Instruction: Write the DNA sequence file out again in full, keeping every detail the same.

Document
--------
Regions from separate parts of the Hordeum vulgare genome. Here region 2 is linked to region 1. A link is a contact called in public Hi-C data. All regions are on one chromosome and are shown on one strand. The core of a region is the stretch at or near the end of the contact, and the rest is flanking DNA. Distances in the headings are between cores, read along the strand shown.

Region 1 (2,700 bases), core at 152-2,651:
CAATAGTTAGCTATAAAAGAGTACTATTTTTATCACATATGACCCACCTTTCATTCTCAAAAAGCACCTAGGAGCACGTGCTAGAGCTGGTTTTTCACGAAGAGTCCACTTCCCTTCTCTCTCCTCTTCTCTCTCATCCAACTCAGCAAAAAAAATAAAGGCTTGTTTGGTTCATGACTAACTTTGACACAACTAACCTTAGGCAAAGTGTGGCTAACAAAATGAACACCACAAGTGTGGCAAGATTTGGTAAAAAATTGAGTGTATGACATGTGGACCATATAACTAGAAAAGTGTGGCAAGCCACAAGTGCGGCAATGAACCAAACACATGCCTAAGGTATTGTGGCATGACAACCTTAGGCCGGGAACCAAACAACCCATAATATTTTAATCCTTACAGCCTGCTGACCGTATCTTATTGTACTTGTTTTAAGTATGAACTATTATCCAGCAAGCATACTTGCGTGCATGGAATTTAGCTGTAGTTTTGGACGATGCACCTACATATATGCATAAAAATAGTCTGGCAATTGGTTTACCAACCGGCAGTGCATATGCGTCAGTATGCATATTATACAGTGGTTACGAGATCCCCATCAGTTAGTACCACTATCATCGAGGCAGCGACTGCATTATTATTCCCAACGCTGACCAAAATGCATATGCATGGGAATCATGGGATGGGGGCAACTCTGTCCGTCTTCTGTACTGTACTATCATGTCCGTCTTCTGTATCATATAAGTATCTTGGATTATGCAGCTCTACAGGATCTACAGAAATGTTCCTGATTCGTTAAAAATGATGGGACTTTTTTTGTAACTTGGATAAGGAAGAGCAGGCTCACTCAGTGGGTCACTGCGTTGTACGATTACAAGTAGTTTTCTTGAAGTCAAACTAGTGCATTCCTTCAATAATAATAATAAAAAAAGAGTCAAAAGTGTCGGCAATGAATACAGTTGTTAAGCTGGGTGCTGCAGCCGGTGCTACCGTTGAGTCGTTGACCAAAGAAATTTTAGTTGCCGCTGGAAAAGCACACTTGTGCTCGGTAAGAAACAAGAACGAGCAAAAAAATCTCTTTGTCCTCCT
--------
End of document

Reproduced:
Regions from separate parts of the Hordeum vulgare genome. Here region 2 is linked to region 1. A link is a contact called in public Hi-C data. All regions are on one chromosome and are shown on one strand. The core of a region is the stretch at or near the end of the contact, and the rest is flanking DNA. Distances in the headings are between cores, read along the strand shown.

Region 1 (2,700 bases), core at 152-2,651:
CAATAGTTAGCTATAAAAGAGTACTATTTTTATCACATATGACCCACCTTTCATTCTCAAAAAGCACCTAGGAGCACGTGCTAGAGCTGGTTTTTCACGAAGAGTCCACTTCCCTTCTCTCTCCTCTTCTCTCTCATCCAACTCAGCAAAAAAAATAAAGGCTTGTTTGGTTCATGACTAACTTTGACACAACTAACCTTAGGCAAAGTGTGGCTAACAAAATGAACACCACAAGTGTGGCAAGATTTGGTAAAAAATTGAGTGTATGACATGTGGACCATATAACTAGAAAAGTGTGGCAAGCCACAAGTGCGGCAATGAACCAAACACATGCCTAAGGTATTGTGGCATGACAACCTTAGGCCGGGAACCAAACAACCCATAATATTTTAATCCTTACAGCCTGCTGACCGTATCTTATTGTACTTGTTTTAAGTATGAACTATTATCCAGCAAGCATACTTGCGTGCATGGAATTTAGCTGTAGTTTTGGACGATGCACCTACATATATGCATAAAAATAGTCTGGCAATTGGTTTACCAACCGGCAGTGCATATGCGTCAGTATGCATATTATACAGTGGTTACGAGATCCCCATCAGTTAGTACCACTATCATCGAGGCAGCGACTGCATTATTATTCCCAACGCTGACCAAAATGCATATGCATGGGAATCATGGGATGGGGGCAACTCTGTCCGTCTTCTGTACTGTACTATCATGTCCGTCTTCTGTATCATATAAGTATCTTGGATTATGCAGCTCTACAGGATCTACAGAAATGTTCCTGATTCGTTAAAAATGATGGGACTTTTTTTGTAACTTGGATAAGGAAGAGCAGGCTCACTCAGTGGGTCACTGCGTTGTACGATTACAAGTAGTTTTCTTGAAGTCAAACTAGTGCATTCCTTCAATAATAATAATAAAAAAAGAGTCAAAAGTGTCGGCAATGAATACAGTTGTTAAGCTGGGTGCTGCAGCCGGTGCTACCGTTGAGTCGTTGACCAAAGAAATTTTAGTTGCCGCTGGAAAAGCACACTTGTGCTCGGTAAGAAACAAGAACGAGCAAAAAAATCTCTTTGTCCTCCT